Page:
How can I get a British wife

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Certificate of marital status for marriage

Please contact the Certification Office of the Embassy in London or the Consulate General in Edinburgh by phone or email, as your signature must be certified on the application for the certificate of marital status. There you will find out which documents are necessary and which fees apply. Copies of your documents can also be certified at the certification office.

After you have certified your signature on the application, send the application to the registry office at your last German place of residence. If you have not previously had a place of residence in the Federal Republic of Germany and have always lived abroad, the registry office I in Berlin is responsible for issuing the certificate of marital status.

At the embassy / consulate general you only pay the fees for the authentication of the signature, the fees for the issuance of the certificate of marital status are due at the German registry office and cannot be paid to the diplomatic mission abroad. Further information can be obtained from the certification office.

The registrar reserves the right to request further documents to check whether there are any impediments to marriage. The processing time depends on the registry office and can take several months.

Marriages in the UK

If you would like to get married in Great Britain, please inquire about the requirements and the necessary documents directly at the British registry office. In most cases, documents that are not in English have to be translated. The German diplomatic missions in Great Britain do not produce or certify translations and, for reasons of competition, cannot recommend translators. If the British registry office requires you to have a certificate of marital status, you can obtain it from the registry office at your last German place of residence. If you are a resident of Great Britain, your signature on the application for the certificate of marital status can be certified at the certification office of the Embassy in London or the Consulate General in Edinburgh.

There is the possibility of civil and church weddings. A civil marriage can take place in a registry office or another institution officially registered for marriage (e.g. hotel). Church weddings can take place in churches and institutions of various faiths that have been specially authorized to marry by the British registry office, the General Register Office. You can obtain an overview of the approved bodies from the General Register Office.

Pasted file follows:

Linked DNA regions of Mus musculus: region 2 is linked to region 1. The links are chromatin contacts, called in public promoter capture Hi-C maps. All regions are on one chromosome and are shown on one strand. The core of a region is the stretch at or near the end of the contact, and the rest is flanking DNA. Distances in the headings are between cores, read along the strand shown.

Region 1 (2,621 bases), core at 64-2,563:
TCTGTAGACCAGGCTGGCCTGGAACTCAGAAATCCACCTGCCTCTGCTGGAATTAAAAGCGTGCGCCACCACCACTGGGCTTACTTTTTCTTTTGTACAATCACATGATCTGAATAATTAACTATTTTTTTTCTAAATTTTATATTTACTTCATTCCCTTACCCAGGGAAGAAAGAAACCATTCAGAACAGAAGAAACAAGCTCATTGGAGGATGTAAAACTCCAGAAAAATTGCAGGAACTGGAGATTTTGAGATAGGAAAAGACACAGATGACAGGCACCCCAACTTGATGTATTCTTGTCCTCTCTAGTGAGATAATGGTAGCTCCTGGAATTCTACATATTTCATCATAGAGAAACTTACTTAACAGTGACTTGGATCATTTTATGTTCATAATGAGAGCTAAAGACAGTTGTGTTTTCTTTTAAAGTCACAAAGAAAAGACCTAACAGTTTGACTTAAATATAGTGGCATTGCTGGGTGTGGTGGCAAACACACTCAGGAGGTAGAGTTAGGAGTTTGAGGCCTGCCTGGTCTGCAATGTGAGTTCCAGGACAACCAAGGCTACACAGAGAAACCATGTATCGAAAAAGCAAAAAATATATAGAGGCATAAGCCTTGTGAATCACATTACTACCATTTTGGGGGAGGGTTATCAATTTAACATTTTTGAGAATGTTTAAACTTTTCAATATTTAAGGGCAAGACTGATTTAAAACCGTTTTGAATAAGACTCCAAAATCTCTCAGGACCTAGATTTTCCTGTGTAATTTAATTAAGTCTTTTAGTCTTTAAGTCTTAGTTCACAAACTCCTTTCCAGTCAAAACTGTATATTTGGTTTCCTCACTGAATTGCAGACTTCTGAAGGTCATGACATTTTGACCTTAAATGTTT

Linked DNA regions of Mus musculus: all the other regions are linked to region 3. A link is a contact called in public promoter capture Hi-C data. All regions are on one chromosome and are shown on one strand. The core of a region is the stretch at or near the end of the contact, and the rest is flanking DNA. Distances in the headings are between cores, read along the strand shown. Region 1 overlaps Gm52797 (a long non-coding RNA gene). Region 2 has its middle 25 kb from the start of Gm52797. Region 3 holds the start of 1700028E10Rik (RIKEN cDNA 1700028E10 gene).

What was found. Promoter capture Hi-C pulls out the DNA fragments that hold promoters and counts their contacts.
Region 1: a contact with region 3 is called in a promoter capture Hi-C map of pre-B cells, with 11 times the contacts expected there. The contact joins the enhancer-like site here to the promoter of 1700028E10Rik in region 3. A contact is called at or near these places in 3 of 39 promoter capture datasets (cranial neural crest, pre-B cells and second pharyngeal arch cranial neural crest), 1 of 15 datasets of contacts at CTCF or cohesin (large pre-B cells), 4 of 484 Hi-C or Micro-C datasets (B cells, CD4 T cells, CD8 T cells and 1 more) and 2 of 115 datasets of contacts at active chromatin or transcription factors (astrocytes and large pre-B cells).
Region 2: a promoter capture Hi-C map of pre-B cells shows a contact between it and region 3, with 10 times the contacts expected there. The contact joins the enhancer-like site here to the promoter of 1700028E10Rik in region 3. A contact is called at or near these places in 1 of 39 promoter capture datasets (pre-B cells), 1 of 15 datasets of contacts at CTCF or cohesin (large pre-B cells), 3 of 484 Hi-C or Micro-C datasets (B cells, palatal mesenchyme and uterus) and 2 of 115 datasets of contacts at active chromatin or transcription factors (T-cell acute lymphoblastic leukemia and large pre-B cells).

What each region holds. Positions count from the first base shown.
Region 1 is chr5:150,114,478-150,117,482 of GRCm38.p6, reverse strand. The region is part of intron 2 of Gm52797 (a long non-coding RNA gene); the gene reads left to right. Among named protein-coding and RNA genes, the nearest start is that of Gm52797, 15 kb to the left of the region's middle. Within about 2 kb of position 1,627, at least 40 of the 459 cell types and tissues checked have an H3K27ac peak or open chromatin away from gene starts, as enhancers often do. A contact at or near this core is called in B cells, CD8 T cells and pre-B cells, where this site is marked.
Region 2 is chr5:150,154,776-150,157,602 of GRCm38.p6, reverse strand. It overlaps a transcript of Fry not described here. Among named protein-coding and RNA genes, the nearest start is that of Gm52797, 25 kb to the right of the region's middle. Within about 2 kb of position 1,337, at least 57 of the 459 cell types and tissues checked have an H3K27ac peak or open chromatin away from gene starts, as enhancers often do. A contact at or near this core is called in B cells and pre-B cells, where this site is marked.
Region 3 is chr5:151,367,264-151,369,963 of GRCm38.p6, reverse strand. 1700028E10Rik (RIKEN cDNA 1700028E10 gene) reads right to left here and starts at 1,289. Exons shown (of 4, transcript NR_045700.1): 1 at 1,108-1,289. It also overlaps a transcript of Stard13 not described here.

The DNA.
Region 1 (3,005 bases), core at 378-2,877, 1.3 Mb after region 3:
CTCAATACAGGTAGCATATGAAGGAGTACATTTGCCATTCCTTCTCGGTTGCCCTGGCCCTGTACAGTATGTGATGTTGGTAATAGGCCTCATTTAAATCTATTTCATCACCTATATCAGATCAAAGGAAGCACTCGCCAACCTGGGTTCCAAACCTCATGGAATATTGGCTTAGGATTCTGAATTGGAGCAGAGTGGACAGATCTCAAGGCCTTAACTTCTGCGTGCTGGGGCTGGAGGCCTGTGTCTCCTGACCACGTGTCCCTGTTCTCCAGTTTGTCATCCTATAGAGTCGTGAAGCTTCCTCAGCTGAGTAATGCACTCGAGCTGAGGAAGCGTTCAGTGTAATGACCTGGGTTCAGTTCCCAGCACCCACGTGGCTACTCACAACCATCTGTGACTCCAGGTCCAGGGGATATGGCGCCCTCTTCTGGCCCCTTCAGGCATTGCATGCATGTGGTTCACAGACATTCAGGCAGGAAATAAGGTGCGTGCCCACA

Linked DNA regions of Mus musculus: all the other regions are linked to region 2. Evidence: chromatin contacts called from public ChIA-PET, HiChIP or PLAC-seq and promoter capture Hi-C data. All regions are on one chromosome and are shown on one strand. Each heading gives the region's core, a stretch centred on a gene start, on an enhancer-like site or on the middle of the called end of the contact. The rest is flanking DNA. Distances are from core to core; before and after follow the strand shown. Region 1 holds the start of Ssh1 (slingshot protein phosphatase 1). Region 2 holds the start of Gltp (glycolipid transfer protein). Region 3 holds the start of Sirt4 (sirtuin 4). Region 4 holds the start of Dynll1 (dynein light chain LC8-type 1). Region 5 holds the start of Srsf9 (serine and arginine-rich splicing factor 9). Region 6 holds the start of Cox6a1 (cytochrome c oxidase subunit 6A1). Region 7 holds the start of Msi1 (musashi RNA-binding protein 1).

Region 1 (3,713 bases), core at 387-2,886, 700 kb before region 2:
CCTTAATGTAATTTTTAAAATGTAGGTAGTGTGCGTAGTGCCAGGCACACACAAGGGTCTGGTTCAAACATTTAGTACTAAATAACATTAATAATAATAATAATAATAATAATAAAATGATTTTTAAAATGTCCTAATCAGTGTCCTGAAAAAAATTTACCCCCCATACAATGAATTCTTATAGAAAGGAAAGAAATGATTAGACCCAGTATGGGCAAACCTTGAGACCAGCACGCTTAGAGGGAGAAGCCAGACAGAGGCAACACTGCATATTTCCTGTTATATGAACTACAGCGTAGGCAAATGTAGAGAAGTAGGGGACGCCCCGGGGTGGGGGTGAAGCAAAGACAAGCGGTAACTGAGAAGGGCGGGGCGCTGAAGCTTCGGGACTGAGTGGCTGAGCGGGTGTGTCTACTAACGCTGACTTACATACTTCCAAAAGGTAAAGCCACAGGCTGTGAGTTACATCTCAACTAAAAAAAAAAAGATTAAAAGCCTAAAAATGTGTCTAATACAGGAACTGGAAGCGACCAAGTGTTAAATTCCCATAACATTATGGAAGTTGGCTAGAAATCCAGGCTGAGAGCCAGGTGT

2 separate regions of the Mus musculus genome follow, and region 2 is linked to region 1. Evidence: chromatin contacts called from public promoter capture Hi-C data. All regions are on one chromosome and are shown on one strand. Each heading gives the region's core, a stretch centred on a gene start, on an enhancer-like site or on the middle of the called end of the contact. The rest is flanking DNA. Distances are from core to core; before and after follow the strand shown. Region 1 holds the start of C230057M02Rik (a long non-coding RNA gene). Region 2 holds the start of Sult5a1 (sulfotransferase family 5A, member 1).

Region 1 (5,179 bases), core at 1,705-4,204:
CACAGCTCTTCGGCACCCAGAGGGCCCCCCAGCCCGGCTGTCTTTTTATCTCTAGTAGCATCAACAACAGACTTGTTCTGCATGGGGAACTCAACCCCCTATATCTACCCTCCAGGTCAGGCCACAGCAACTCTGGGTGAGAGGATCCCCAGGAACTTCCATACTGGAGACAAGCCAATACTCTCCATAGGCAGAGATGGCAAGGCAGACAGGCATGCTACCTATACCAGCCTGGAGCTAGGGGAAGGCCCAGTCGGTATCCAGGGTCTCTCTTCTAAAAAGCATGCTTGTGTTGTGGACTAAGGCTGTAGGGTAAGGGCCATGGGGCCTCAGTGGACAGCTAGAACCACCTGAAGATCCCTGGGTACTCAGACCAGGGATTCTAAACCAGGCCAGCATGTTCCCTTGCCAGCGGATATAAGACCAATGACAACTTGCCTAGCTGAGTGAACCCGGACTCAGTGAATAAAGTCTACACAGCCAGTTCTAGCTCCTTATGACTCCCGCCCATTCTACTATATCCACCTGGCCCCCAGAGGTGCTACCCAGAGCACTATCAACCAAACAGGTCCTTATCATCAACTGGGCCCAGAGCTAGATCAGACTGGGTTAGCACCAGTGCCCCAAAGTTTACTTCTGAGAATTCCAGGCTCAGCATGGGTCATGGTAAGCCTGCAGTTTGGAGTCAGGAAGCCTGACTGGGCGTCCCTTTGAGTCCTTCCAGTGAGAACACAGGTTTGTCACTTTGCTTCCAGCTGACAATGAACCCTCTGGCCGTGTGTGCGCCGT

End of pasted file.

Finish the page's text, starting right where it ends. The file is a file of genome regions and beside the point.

If both fiancés meet the general requirements of their respective home law at the time of marriage (e.g. that they are of legal age, not married to anyone else or are related to each other, etc.) and the formal requirements of British law are met at the time of marriage, they apply after the marriage in Great Britain also for the German legal family as married.

To facilitate the use of the British marriage certificate in Germany, you can at

have a so-called apostille affixed to the marriage certificate. This is a kind of over-certification of the authenticity of the document by the British authorities according to the Hague Convention for the Exemption of Foreign Documents from Legalization of 1961, so that domestic bodies (insurance companies, tax office, registry office, etc.) can easily accept the document. Registration of this marriage is not required. If you want to change your surname in your passport, you usually have to submit a name declaration together with your spouse to the responsible German diplomatic mission abroad after the marriage.

All information on the apostille procedure for British documents can be found under the above link to the FCO.

Recognition of foreign divorces

A divorce took place abroad is generally not automatically effective for a German citizen. Information on the formal recognition of foreign divorces and exceptions to this principle can be found in the following leaflet and downloadable form:

Application for recognition of a foreign decision in matrimonial matters according to § 107 FamFG

Since June 21, 2012 applies in 14 member states of the EU (including Germany, but not the United Kingdom) the "Rome III" regulation, according to which the law applicable to divorce is determined. Further information on the associated innovations can be found in the following leaflet:

Leaflet Rome III PDF / 157 KB

Please note that your Name after a divorce does not automatically revert to your maiden name. For information on how to reassume a name that was used before the marriage, see: